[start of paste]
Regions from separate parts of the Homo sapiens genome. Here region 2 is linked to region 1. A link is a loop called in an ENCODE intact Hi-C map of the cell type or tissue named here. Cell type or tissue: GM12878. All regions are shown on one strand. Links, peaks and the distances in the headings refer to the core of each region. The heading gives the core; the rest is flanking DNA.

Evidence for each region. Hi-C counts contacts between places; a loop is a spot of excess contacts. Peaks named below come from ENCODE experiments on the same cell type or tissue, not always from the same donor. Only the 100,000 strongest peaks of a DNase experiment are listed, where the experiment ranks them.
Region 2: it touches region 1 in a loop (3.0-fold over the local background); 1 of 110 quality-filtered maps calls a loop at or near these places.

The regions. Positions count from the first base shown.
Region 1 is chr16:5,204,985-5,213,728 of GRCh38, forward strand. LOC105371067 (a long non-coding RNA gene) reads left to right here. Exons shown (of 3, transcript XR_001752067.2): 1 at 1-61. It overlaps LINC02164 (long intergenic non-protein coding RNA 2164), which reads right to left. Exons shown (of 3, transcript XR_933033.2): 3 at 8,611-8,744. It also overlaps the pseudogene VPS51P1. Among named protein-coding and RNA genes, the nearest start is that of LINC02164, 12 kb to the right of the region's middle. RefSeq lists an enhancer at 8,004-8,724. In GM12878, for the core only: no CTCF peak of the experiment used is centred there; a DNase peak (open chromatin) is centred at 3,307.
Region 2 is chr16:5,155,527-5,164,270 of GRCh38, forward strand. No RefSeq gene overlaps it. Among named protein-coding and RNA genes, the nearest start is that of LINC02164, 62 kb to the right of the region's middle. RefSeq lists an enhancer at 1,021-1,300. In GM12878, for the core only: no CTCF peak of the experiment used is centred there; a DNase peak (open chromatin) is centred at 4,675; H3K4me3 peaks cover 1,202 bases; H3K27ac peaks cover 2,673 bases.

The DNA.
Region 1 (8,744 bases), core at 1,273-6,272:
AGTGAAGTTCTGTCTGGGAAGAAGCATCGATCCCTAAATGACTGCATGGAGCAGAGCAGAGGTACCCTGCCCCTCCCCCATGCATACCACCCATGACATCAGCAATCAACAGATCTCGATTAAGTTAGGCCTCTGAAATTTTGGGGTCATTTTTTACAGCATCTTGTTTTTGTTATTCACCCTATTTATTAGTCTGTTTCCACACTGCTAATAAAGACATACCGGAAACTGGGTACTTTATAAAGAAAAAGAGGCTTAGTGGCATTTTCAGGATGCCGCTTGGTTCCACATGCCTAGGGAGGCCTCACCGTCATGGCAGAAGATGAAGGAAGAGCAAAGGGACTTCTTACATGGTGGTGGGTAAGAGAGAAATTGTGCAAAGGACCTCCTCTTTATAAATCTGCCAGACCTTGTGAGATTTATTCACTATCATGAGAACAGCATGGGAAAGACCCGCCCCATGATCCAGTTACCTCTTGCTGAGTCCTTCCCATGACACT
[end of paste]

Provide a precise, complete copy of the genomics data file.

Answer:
Regions from separate parts of the Homo sapiens genome. Here region 2 is linked to region 1. A link is a loop called in an ENCODE intact Hi-C map of the cell type or tissue named here. Cell type or tissue: GM12878. All regions are shown on one strand. Links, peaks and the distances in the headings refer to the core of each region. The heading gives the core; the rest is flanking DNA.

Evidence for each region. Hi-C counts contacts between places; a loop is a spot of excess contacts. Peaks named below come from ENCODE experiments on the same cell type or tissue, not always from the same donor. Only the 100,000 strongest peaks of a DNase experiment are listed, where the experiment ranks them.
Region 2: it touches region 1 in a loop (3.0-fold over the local background); 1 of 110 quality-filtered maps calls a loop at or near these places.

The regions. Positions count from the first base shown.
Region 1 is chr16:5,204,985-5,213,728 of GRCh38, forward strand. LOC105371067 (a long non-coding RNA gene) reads left to right here. Exons shown (of 3, transcript XR_001752067.2): 1 at 1-61. It overlaps LINC02164 (long intergenic non-protein coding RNA 2164), which reads right to left. Exons shown (of 3, transcript XR_933033.2): 3 at 8,611-8,744. It also overlaps the pseudogene VPS51P1. Among named protein-coding and RNA genes, the nearest start is that of LINC02164, 12 kb to the right of the region's middle. RefSeq lists an enhancer at 8,004-8,724. In GM12878, for the core only: no CTCF peak of the experiment used is centred there; a DNase peak (open chromatin) is centred at 3,307.
Region 2 is chr16:5,155,527-5,164,270 of GRCh38, forward strand. No RefSeq gene overlaps it. Among named protein-coding and RNA genes, the nearest start is that of LINC02164, 62 kb to the right of the region's middle. RefSeq lists an enhancer at 1,021-1,300. In GM12878, for the core only: no CTCF peak of the experiment used is centred there; a DNase peak (open chromatin) is centred at 4,675; H3K4me3 peaks cover 1,202 bases; H3K27ac peaks cover 2,673 bases.

The DNA.
Region 1 (8,744 bases), core at 1,273-6,272:
AGTGAAGTTCTGTCTGGGAAGAAGCATCGATCCCTAAATGACTGCATGGAGCAGAGCAGAGGTACCCTGCCCCTCCCCCATGCATACCACCCATGACATCAGCAATCAACAGATCTCGATTAAGTTAGGCCTCTGAAATTTTGGGGTCATTTTTTACAGCATCTTGTTTTTGTTATTCACCCTATTTATTAGTCTGTTTCCACACTGCTAATAAAGACATACCGGAAACTGGGTACTTTATAAAGAAAAAGAGGCTTAGTGGCATTTTCAGGATGCCGCTTGGTTCCACATGCCTAGGGAGGCCTCACCGTCATGGCAGAAGATGAAGGAAGAGCAAAGGGACTTCTTACATGGTGGTGGGTAAGAGAGAAATTGTGCAAAGGACCTCCTCTTTATAAATCTGCCAGACCTTGTGAGATTTATTCACTATCATGAGAACAGCATGGGAAAGACCCGCCCCATGATCCAGTTACCTCTTGCTGAGTCCTTCCCATGACACT